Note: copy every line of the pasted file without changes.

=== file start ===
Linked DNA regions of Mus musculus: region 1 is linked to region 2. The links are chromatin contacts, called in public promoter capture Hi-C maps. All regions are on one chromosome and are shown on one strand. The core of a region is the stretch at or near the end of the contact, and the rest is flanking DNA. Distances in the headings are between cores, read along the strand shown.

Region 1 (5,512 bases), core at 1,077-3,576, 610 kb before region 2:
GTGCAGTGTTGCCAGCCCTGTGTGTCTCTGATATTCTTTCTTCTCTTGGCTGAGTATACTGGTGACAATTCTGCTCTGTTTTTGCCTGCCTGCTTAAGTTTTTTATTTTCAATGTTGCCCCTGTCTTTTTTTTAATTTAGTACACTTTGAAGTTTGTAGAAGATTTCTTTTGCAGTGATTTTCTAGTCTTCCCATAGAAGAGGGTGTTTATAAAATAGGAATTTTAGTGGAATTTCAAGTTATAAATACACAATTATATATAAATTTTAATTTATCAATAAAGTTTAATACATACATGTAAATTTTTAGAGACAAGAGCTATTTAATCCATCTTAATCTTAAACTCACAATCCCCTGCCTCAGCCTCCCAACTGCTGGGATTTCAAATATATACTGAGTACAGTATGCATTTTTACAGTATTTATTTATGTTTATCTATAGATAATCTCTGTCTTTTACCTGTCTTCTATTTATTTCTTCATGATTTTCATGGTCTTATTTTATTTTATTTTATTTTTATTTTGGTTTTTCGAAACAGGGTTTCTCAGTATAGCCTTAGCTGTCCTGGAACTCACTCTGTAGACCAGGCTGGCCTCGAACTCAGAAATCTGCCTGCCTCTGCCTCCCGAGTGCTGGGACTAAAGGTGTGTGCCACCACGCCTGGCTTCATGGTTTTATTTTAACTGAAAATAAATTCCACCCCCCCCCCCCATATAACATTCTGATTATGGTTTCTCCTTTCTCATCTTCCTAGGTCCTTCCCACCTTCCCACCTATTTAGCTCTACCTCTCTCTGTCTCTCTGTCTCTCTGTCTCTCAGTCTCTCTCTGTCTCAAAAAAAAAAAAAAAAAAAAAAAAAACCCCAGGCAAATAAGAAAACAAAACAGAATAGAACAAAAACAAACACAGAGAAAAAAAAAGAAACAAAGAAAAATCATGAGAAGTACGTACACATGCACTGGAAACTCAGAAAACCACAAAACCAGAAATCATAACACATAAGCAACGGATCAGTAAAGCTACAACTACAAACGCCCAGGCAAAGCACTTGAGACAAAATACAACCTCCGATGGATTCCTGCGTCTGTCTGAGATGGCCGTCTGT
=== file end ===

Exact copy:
Linked DNA regions of Mus musculus: region 1 is linked to region 2. The links are chromatin contacts, called in public promoter capture Hi-C maps. All regions are on one chromosome and are shown on one strand. The core of a region is the stretch at or near the end of the contact, and the rest is flanking DNA. Distances in the headings are between cores, read along the strand shown.

Region 1 (5,512 bases), core at 1,077-3,576, 610 kb before region 2:
GTGCAGTGTTGCCAGCCCTGTGTGTCTCTGATATTCTTTCTTCTCTTGGCTGAGTATACTGGTGACAATTCTGCTCTGTTTTTGCCTGCCTGCTTAAGTTTTTTATTTTCAATGTTGCCCCTGTCTTTTTTTTAATTTAGTACACTTTGAAGTTTGTAGAAGATTTCTTTTGCAGTGATTTTCTAGTCTTCCCATAGAAGAGGGTGTTTATAAAATAGGAATTTTAGTGGAATTTCAAGTTATAAATACACAATTATATATAAATTTTAATTTATCAATAAAGTTTAATACATACATGTAAATTTTTAGAGACAAGAGCTATTTAATCCATCTTAATCTTAAACTCACAATCCCCTGCCTCAGCCTCCCAACTGCTGGGATTTCAAATATATACTGAGTACAGTATGCATTTTTACAGTATTTATTTATGTTTATCTATAGATAATCTCTGTCTTTTACCTGTCTTCTATTTATTTCTTCATGATTTTCATGGTCTTATTTTATTTTATTTTATTTTTATTTTGGTTTTTCGAAACAGGGTTTCTCAGTATAGCCTTAGCTGTCCTGGAACTCACTCTGTAGACCAGGCTGGCCTCGAACTCAGAAATCTGCCTGCCTCTGCCTCCCGAGTGCTGGGACTAAAGGTGTGTGCCACCACGCCTGGCTTCATGGTTTTATTTTAACTGAAAATAAATTCCACCCCCCCCCCCCATATAACATTCTGATTATGGTTTCTCCTTTCTCATCTTCCTAGGTCCTTCCCACCTTCCCACCTATTTAGCTCTACCTCTCTCTGTCTCTCTGTCTCTCTGTCTCTCAGTCTCTCTCTGTCTCAAAAAAAAAAAAAAAAAAAAAAAAAACCCCAGGCAAATAAGAAAACAAAACAGAATAGAACAAAAACAAACACAGAGAAAAAAAAAGAAACAAAGAAAAATCATGAGAAGTACGTACACATGCACTGGAAACTCAGAAAACCACAAAACCAGAAATCATAACACATAAGCAACGGATCAGTAAAGCTACAACTACAAACGCCCAGGCAAAGCACTTGAGACAAAATACAACCTCCGATGGATTCCTGCGTCTGTCTGAGATGGCCGTCTGT